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In the light of recent repeated critical Flash vulnerabilities there are recommendations to use browser plugins like click-to-play to prevent unnecessary Flash content from automatically loading with every Webpage.

I think this is a good idea however there is the matter of distribution and maintaining such plugins as well as selecting a well maintained and trusted one in the first place (for IE, Firefox, Chrome at least). I don't want to introduce another vulnerable surface into the environment.

So the question is:

  • Do you have experience using such Plugins in an enterprise environment with lots of Windows clients? (lets say 100+)
  • How do you deploy the plugin?
  • How do you maintain the plugin? (regular updates)
  • How do you centrally manage the configuration of this plugins? (GPOs?)

I'm interested in the enterprise feasibility and your experience with click-to-play'ish browser plugins in the enterprise.

  • Why do you even need Flash in a professional environment ? – user42178 May 12 '15 at 11:22
3

This post by Google will help you set up extensions in Chrome via Group Policy and the master_preferences file - https://support.google.com/chrome/a/answer/188453?hl=en&ref_topic=2936229

Also, i'd recommend the following extensions (recommended by SANS):

  • Netcraft
  • NoScript
  • HTTPS Everywhere
  • Ghostery
  • Ublock Origin
  • I don't think all of these plugins are available for Chrome. Also, it is generally preferred to include key information from external sites in addition to the link. This is helpful for Google searches as well as external links going invalid over time. – Neil Smithline Dec 27 '15 at 6:19
  • These are all Chrome plugins. I have them installed. The information is from SANS official youtube channel. – mk444 Dec 27 '15 at 6:45
  • So I didn't think that NoScript was available for Chrome. There are a couple of addins with similar functionality, but not exactly NoScript. Do you have a link to the Chrome NoScript plugin? – Neil Smithline Dec 27 '15 at 17:31
2

I do my best to develop code in-house, and make use of "SWAMP" which you can apply for

access to. If you have coders in-house, you could implement your own plugin and potentially sell it on the side as an app. in the chrome-store.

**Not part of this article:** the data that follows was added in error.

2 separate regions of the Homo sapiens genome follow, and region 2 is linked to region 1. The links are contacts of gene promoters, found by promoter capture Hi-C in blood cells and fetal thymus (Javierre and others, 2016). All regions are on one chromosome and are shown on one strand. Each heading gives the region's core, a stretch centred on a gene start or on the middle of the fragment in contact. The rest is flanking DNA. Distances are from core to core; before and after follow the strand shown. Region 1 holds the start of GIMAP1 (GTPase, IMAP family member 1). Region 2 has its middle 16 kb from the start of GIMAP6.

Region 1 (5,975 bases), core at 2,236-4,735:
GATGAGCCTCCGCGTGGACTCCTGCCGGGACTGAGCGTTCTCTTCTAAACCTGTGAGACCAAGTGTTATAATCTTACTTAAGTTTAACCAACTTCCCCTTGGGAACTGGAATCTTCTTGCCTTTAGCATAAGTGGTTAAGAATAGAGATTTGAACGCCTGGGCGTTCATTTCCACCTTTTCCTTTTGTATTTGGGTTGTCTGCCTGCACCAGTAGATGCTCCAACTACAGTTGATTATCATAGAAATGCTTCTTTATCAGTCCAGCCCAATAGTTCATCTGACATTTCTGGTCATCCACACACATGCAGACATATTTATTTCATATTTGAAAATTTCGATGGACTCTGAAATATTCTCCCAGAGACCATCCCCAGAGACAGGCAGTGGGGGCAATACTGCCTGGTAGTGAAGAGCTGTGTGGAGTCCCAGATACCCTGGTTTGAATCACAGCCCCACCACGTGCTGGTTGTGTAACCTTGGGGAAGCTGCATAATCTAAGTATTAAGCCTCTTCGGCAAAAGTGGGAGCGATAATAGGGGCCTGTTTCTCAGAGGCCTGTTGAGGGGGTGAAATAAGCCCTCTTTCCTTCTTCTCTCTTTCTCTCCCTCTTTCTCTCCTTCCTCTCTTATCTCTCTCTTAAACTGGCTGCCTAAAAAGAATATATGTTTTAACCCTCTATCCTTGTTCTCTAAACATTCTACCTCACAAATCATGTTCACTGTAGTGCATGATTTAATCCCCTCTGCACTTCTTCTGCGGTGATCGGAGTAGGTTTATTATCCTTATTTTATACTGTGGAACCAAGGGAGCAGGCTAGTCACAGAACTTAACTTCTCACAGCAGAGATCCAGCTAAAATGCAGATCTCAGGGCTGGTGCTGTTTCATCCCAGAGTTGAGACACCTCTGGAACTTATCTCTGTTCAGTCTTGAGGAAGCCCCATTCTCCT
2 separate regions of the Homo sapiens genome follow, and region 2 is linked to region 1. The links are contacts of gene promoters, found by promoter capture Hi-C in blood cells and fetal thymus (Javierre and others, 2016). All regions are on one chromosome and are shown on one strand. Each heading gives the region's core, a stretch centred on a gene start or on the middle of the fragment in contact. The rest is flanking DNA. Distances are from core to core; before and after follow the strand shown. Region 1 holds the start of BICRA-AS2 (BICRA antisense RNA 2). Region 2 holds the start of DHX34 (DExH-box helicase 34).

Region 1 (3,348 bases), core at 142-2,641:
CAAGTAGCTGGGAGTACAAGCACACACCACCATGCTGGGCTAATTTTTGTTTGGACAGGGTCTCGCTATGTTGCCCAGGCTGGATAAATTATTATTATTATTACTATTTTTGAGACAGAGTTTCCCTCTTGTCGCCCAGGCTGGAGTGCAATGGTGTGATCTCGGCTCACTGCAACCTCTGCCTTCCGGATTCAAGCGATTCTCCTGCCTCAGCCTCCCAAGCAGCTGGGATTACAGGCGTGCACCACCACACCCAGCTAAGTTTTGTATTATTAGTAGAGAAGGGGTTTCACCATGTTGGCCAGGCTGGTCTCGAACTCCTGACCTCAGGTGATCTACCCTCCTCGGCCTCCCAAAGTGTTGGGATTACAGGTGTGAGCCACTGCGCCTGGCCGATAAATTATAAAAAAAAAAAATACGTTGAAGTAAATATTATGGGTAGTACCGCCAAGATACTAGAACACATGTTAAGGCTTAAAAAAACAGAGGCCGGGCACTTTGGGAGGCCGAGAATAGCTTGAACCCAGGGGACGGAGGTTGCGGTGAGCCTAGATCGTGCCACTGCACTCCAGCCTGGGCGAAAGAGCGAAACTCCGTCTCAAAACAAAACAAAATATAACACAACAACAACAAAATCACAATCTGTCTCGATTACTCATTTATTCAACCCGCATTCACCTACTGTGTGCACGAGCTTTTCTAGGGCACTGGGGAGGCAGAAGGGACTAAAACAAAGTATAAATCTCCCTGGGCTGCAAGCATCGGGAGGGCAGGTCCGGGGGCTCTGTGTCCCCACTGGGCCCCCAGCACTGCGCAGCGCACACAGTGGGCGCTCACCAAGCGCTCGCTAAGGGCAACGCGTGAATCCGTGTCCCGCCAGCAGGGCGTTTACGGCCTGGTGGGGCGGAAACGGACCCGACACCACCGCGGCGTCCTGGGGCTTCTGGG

https://www.mir-swamp.org/

For IE you may be able to simply release a memo with instructions on how to access browser tools, manage addons, choose 'disable' and then leave it at that...no updates needed.

Also worth reading is that Chrome (by default) uses a sandbox with Flash automatically, and also automatically updates flash by default.

http://chrome.blogspot.com/2012/08/an-even-more-secure-flash-player-for.html

In short, you can reduce your threat surface with a memo/email to disable flash, which is what I recommend. If the use of flash is not necessary (I'm guessing it would cut down on facebook time during work and also free up some bandwidth) then I suggest you send out the email and after a few days use Admin to check and ensure that all boxes have disabled flash.

I am of the opinion that flash will always be a threat vector and vulnerability, and only vary in critical values.

  • 2
    Thanks for the answer. I work on Computer Networks in non-IT-Industries with 2000+ users, where memos/emails/communications regarding Computer usage will never reach anything near 90% of the users and their comuters. The only Thing that works for me are centrally managed Tools that can be monitored somehow to verify that actually all endpoints are protected. Especially on security related topics like this i need to make sure that all machines on the network are secured in a timely manner. Im not saying that user communication is unnessecray tough, i just cannot solely rely on it... – Sebastian B. Feb 12 '15 at 11:28

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